Building a Community of Reflective Practitioners: A Reflection-in-Action with MIT DUSP
In 1983, MIT Professor Donald Schön published The Reflective Practitioner. In this book, he challenged the prevailing view of professional practice, which he understood as linked to the positivist practice of technical rationality. He called on educational institutions to instead train professionals to be reflective practitioners - to practice reflection-in and on-action. In this thesis, I set out to explore the curious dynamics that shape MIT DUSP’s relationship with reflective practice. This thesis is my reflection-in-action, the pursuit of knowledge through active intervention. I worked with Professor Ceasar McDowell this Spring to facilitate reflective sessions for practicum classes, and through observation, surveys, and interviews, I studied the reflections’ effects on class learning and effectiveness and on how students and faculty value and understand reflection.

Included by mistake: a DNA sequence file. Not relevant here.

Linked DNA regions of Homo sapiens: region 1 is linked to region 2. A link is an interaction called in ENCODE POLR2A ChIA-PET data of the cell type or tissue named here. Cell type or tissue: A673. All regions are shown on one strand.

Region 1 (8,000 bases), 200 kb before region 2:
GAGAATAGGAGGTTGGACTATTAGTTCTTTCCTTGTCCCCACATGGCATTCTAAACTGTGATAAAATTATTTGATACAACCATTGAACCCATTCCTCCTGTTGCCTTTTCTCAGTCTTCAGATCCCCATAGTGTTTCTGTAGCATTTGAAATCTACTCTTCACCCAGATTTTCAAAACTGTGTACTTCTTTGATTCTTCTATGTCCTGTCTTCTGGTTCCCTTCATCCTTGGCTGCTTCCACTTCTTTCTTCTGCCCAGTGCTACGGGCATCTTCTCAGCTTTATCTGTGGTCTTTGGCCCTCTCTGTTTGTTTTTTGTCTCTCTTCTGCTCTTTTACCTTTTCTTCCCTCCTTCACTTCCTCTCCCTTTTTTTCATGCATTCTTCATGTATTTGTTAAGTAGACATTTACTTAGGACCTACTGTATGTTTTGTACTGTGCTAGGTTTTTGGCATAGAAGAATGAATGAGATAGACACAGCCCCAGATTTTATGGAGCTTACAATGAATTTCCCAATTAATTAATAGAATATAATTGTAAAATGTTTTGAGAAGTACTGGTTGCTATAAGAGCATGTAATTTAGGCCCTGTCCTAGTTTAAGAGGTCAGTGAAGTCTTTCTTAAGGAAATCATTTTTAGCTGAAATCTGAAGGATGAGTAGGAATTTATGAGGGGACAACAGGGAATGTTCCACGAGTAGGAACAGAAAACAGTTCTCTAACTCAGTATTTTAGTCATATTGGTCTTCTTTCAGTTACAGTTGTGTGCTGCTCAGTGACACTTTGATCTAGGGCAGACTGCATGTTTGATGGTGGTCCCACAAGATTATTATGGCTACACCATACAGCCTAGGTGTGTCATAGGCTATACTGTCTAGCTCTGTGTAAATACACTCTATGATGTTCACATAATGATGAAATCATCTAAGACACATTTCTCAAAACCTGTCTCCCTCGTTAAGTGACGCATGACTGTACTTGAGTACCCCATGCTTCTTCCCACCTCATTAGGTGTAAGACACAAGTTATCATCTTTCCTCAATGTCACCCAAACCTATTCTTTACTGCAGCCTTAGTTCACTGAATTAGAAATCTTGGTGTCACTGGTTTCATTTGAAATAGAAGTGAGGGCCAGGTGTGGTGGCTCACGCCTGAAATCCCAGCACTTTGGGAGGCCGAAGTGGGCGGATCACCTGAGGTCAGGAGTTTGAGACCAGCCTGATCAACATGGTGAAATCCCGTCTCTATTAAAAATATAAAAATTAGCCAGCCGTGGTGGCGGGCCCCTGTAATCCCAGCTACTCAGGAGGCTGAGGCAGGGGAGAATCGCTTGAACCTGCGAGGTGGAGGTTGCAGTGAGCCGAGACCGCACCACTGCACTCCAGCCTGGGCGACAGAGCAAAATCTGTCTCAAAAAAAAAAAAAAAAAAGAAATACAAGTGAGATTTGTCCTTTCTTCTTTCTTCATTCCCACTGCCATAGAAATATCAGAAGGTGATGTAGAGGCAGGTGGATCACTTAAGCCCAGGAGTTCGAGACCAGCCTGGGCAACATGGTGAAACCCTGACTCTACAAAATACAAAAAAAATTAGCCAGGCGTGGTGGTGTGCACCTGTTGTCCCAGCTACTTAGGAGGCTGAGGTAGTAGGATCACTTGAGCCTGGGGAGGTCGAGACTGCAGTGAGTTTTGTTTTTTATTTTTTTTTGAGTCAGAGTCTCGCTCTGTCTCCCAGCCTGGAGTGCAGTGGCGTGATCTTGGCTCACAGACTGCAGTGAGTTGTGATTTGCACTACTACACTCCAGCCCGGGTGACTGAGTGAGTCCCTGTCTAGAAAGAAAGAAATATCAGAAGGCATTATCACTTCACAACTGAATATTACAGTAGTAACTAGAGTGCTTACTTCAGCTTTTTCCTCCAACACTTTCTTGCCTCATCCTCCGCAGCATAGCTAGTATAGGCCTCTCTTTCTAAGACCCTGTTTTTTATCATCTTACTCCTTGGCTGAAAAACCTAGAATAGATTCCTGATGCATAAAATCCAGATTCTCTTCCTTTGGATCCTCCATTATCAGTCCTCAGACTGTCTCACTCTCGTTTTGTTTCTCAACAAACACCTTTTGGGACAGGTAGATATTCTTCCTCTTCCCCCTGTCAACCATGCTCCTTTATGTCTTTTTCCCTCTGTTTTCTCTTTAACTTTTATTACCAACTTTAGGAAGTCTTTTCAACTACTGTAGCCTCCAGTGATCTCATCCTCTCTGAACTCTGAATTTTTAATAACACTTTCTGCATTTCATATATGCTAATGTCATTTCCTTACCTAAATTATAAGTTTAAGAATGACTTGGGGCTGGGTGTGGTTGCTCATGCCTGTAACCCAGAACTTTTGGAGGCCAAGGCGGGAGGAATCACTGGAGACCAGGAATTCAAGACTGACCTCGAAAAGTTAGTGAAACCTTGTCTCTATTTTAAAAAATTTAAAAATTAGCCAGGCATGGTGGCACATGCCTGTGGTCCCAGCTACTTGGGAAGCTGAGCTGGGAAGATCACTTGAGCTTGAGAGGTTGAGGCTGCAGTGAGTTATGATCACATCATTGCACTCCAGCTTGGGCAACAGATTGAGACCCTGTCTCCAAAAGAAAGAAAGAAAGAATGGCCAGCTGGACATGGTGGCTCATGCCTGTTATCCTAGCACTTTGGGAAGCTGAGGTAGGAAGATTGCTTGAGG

I found that, while successful and innovative reflective practices can be found throughout DUSP, a large gap exists between the high value of reflective practice faculty and students espouse and the efforts individuals and the department as a whole actually take to train and incorporate reflective practice. This process uncovered insights that I wove into a set of recommendations for closing this gap between espoused theory and theory-in-use.